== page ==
Allow a stout red candle to burn
until its flame glows deepin the candle’s hollow.
The room in which it burnsmust be cluttered with old books,
their spines dry and crookedlike that of gray men
and their stories shouldbe seasoned with magic,
the kind that risesfrom a wizard’s pipe
or flutters between the wingsof fairies on a midsummer’s eve.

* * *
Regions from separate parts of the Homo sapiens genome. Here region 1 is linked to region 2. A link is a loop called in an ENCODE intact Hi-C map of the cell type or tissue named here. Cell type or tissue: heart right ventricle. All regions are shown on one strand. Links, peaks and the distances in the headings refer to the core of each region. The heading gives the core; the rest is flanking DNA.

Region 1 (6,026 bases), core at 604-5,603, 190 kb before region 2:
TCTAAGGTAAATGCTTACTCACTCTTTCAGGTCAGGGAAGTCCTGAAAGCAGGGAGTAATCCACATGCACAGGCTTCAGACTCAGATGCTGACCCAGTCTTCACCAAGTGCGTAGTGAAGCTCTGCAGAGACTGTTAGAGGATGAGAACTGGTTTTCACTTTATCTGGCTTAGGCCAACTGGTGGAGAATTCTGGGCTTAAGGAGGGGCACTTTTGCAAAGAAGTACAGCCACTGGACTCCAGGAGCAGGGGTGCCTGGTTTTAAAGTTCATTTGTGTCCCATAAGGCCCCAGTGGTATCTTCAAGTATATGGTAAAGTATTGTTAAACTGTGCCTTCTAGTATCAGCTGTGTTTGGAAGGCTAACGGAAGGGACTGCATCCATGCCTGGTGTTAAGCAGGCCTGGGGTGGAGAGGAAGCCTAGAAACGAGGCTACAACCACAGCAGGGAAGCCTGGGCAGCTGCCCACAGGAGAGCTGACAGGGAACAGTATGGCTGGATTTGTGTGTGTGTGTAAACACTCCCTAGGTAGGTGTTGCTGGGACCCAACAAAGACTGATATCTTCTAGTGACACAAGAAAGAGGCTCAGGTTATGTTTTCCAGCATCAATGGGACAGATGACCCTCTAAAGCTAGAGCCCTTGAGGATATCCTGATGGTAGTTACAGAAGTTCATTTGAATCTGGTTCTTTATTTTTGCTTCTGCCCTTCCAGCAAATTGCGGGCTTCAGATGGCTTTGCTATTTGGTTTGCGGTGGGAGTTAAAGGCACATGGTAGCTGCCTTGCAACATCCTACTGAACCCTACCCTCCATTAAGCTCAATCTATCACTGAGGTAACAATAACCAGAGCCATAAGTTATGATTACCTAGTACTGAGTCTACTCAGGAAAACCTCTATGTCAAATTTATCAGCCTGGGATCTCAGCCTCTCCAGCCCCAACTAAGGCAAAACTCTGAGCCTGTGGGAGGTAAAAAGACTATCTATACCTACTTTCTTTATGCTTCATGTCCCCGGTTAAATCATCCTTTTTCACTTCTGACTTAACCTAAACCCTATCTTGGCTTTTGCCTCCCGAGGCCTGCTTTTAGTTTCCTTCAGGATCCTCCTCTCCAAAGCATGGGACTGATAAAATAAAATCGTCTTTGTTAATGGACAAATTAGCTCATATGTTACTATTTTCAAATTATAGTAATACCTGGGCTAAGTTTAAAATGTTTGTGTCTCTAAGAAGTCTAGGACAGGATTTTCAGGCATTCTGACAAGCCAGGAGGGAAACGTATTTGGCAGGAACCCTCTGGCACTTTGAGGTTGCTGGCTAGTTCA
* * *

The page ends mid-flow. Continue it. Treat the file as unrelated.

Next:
Of course, the candle fills the room
with a sweet fragrance and moonlight,
just enough to birth a shadow,should etch the room
through a window openedno more than needed to festoon
the dark with an unpleasant chill.
Then, if you wish it, in the candlelight,
on a small stool in the room’s corner,
you’ll see him, a troll with eyes as bright
as sunlight and black lips curled into a smile.
And if cakes are baking and a kettle’s voice
announces it’s time for tea, the troll
may stay, if kindly invited, and sing
you a song, if the cakes are to his liking.
S. Thomas Summers, Vernon